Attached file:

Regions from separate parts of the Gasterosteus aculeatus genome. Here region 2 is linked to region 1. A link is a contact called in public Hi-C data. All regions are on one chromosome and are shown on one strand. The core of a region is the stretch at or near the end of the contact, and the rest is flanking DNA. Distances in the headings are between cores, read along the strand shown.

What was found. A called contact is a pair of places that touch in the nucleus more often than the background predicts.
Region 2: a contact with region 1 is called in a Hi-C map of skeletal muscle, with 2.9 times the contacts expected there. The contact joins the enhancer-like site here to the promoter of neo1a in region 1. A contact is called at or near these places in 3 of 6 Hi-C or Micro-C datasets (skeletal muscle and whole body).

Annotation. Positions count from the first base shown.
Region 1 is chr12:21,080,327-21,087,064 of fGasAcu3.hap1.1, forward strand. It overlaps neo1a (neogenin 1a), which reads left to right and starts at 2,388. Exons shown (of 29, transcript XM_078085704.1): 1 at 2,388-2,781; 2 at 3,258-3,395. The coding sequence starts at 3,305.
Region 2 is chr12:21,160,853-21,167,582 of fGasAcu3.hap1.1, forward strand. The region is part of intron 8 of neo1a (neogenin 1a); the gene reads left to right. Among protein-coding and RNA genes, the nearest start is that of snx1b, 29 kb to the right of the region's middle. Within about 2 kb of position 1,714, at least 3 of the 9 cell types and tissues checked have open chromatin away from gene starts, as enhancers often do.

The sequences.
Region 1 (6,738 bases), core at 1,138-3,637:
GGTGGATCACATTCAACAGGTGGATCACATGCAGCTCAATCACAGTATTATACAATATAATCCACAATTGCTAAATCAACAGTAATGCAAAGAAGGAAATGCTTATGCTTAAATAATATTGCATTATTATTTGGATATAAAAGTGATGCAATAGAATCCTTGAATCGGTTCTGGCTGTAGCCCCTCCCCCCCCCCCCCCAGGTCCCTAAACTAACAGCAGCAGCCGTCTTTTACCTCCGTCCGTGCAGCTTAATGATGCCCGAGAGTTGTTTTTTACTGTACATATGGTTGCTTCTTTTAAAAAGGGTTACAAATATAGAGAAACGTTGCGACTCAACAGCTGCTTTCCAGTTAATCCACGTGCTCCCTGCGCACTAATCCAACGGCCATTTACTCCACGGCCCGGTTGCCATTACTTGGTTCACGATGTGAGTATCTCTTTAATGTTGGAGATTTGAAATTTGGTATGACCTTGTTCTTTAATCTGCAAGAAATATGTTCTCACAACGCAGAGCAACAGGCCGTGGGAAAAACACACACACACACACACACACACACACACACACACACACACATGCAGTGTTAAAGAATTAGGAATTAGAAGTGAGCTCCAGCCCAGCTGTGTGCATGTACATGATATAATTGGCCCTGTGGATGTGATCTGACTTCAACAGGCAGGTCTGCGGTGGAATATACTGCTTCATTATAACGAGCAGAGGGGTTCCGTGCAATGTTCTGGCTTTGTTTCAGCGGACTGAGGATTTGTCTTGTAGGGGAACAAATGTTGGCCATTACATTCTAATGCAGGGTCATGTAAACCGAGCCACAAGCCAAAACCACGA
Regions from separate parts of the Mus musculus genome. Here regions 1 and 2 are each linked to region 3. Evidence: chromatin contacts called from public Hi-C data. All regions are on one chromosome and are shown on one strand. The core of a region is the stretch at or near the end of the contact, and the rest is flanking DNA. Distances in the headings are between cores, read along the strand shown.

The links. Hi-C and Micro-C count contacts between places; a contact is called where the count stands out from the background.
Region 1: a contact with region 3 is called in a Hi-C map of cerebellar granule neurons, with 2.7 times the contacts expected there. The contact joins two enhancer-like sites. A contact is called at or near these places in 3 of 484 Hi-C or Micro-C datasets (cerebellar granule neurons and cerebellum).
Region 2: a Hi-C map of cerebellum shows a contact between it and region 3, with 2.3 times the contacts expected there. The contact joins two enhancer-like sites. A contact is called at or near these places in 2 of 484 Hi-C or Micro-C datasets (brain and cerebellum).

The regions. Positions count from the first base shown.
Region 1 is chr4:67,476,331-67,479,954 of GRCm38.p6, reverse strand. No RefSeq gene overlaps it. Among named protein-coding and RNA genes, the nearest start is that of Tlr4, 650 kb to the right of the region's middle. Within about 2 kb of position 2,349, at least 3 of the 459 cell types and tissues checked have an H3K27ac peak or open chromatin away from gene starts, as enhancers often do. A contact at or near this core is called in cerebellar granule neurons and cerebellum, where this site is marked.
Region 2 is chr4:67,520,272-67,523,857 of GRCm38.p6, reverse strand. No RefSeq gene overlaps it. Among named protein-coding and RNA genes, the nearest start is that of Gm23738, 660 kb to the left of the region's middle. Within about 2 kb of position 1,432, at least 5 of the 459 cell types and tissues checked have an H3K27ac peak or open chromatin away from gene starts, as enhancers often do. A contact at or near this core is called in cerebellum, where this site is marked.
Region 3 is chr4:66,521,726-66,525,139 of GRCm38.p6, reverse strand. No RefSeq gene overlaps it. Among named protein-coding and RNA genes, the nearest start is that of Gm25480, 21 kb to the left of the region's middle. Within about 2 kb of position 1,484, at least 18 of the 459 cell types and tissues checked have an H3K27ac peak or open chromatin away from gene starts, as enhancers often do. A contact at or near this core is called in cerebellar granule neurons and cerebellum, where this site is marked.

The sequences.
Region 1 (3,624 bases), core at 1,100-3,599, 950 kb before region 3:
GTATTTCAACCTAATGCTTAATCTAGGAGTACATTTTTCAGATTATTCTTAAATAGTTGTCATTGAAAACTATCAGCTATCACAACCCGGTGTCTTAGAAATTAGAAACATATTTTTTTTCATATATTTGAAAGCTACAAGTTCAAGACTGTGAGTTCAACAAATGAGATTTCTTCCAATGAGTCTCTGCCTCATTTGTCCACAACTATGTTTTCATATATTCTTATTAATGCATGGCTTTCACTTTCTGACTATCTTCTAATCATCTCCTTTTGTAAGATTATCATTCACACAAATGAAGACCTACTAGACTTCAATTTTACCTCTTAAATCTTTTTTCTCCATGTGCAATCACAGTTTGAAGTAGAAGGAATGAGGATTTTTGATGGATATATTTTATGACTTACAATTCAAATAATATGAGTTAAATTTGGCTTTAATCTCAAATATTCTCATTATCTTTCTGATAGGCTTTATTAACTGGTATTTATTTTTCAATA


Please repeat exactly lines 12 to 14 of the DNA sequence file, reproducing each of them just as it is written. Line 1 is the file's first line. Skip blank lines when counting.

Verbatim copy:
Region 1: a contact with region 3 is called in a Hi-C map of cerebellar granule neurons, with 2.7 times the contacts expected there. The contact joins two enhancer-like sites. A contact is called at or near these places in 3 of 484 Hi-C or Micro-C datasets (cerebellar granule neurons and cerebellum).
Region 2: a Hi-C map of cerebellum shows a contact between it and region 3, with 2.3 times the contacts expected there. The contact joins two enhancer-like sites. A contact is called at or near these places in 2 of 484 Hi-C or Micro-C datasets (brain and cerebellum).

The regions. Positions count from the first base shown.